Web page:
BREAKING NEWS
This content is not available in your region

Germany repatriates 3 women, 12 children from camps in Syria

Access to the comments Comments
FILE - In this March 31, 2019 file photo, children play in a mud puddle in the section for foreign families at Al-Hol camp in Hasakeh province, Syria.
FILE - In this March 31, 2019 file photo, children play in a mud puddle in the section for foreign families at Al-Hol camp in Hasakeh province, Syria.   -   Copyright  Maya Alleruzzo/Copyright 2019 The Associated Press. All rights reserved.
Text size Aa Aa

Germany repatriated on Saturday three women and 12 children from camps in northeastern Syria for humanitarian reasons.

Foreign Minister Heiko Maas said on Sunday he was "very relieved'' about the return of the children and three of their mothers.

"These are humanitarian cases, especially orphans and children with illnesses, cases in which the departure was urgently needed,'' Maas added.

'Further cases' to follow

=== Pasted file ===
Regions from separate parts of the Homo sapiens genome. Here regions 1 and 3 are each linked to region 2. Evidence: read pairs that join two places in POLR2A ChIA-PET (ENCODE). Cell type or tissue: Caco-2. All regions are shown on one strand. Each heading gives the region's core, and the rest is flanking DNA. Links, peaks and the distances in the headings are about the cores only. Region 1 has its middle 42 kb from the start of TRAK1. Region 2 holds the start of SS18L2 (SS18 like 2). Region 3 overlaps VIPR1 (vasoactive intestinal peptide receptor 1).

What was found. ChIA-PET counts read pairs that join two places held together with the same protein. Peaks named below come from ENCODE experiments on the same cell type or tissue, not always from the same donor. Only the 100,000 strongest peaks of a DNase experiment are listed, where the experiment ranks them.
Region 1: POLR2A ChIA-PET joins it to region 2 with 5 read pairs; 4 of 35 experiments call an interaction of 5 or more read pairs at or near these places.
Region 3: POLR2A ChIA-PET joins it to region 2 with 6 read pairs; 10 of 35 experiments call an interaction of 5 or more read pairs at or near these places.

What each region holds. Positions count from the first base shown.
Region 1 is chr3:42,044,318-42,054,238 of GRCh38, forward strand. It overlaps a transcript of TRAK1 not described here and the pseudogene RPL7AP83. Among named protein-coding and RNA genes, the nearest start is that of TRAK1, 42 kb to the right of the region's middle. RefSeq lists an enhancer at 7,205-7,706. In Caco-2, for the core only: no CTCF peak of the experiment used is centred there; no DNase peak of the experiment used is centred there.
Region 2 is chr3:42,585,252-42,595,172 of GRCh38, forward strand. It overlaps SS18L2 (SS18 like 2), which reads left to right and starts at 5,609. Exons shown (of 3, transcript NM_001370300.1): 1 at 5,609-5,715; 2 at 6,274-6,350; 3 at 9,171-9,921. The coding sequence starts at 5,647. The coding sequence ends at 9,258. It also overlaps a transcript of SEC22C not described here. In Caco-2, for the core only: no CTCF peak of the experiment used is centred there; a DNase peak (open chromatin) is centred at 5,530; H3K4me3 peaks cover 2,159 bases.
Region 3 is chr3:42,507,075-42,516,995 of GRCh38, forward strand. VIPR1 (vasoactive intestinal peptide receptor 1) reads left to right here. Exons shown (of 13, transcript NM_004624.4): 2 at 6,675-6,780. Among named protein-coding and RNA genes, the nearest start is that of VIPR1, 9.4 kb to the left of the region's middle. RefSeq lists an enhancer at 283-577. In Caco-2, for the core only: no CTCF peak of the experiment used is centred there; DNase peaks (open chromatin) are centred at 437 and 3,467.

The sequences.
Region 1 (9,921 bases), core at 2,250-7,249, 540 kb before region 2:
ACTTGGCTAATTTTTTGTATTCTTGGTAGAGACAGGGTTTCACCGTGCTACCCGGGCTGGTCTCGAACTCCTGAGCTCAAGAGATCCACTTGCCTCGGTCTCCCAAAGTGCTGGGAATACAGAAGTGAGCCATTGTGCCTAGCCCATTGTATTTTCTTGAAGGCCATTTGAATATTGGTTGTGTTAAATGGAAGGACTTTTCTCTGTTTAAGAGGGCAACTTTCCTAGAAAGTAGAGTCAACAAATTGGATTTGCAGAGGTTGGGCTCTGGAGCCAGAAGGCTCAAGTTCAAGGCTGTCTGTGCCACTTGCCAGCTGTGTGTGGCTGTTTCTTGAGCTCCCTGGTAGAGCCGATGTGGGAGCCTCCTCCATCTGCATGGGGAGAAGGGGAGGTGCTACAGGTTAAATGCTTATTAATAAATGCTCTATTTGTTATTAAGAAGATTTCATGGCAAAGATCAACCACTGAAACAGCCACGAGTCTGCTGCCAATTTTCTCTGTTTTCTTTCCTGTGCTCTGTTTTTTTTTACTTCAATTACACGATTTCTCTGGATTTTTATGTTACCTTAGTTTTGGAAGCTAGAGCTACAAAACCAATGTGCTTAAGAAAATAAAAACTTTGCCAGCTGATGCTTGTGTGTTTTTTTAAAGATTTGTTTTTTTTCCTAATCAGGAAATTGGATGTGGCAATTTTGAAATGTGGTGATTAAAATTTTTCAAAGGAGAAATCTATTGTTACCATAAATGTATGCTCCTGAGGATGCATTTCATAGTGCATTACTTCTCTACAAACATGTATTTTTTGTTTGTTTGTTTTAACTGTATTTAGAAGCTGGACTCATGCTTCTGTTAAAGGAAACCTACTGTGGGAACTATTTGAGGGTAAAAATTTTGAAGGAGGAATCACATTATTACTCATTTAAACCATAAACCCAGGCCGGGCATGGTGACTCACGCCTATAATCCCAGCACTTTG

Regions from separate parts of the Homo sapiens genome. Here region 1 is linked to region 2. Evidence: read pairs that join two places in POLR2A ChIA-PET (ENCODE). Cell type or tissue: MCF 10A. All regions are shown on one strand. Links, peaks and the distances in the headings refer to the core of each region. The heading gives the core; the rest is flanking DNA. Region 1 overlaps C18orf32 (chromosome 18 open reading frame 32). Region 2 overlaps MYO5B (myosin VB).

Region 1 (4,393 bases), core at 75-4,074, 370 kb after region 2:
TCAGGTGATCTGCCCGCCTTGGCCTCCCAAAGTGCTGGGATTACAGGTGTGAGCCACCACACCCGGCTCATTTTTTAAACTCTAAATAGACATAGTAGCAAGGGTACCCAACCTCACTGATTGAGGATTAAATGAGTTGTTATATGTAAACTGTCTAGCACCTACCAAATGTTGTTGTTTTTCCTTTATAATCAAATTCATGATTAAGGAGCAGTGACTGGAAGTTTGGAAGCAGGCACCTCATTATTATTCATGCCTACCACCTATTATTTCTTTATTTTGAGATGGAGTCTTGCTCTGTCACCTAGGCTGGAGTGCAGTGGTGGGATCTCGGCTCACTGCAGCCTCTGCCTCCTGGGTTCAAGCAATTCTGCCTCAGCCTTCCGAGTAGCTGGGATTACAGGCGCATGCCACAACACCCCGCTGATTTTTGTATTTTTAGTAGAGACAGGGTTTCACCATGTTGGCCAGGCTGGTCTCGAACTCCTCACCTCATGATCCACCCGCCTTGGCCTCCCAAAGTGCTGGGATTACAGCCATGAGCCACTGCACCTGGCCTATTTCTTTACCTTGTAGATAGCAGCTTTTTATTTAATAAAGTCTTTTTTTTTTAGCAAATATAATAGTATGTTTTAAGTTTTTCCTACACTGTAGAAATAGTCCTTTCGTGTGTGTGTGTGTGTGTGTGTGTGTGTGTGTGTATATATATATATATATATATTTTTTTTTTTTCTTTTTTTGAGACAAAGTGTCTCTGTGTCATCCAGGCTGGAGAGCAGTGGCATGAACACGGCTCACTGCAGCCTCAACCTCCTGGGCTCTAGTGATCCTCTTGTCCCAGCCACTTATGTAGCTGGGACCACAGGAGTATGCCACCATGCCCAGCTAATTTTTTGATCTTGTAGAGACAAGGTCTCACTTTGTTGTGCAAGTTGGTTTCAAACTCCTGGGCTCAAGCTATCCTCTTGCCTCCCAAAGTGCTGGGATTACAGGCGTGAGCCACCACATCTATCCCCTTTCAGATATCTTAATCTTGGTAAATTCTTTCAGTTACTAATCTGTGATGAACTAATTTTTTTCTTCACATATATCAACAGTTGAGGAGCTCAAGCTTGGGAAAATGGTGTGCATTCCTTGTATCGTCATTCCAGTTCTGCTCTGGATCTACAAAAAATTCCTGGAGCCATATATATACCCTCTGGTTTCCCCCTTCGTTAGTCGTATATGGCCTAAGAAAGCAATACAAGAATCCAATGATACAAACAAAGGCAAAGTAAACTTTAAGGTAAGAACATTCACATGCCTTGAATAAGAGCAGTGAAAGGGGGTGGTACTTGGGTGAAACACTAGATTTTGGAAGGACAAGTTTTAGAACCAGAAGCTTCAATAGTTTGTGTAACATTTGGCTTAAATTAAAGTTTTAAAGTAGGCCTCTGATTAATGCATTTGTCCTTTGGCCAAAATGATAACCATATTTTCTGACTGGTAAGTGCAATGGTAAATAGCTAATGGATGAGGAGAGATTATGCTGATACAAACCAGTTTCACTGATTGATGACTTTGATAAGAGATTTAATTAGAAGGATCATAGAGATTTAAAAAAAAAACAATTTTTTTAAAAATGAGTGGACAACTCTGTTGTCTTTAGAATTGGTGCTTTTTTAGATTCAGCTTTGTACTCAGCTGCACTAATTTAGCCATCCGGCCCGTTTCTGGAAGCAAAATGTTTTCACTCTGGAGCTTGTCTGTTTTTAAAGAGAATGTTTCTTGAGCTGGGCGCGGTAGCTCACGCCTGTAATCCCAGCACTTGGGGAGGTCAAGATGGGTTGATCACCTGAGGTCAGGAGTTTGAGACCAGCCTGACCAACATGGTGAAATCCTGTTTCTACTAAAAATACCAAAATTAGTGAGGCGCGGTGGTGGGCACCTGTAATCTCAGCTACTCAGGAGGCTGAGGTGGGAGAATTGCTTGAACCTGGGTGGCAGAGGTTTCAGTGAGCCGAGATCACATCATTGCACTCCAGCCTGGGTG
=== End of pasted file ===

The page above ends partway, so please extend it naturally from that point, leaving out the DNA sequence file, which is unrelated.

"This good news just before Christmas makes us confident that we will be able to organise the return of further cases as well," he said, adding that the government would advocate the return of others in coming weeks and months.

Maas said the return was organised in cooperation with Finland, which repatriated six children and two women.

He did not further identify the women or children. However, the German weekly Bild am Sonntag reported that all three women had left Germany in recent years to join the so-called Islamic State group Syria. The paper identified the women as Merve A., Yasmin A. and Leonora M.

Woman arrested upon arrival

Germany's federal prosecutor's office said on Sunday that a German citizen named Leonora M. had been arrested upon her arrival at Frankfurt airport.

The woman is accused of membership of the terrorist group Islamic State and crimes against humanity.

Hundreds of Europeans -- including young women -- left the continent in recent years to join the ranks of the so-called Islamic State group in Syria and Iraq.

Several died, while others were arrested and detained by Turkish, Kurdish or Iraqi authorities, who have been eager to deport them and their children back to Europe. European governments, however, have been reluctant to take back their often radicalised citizens.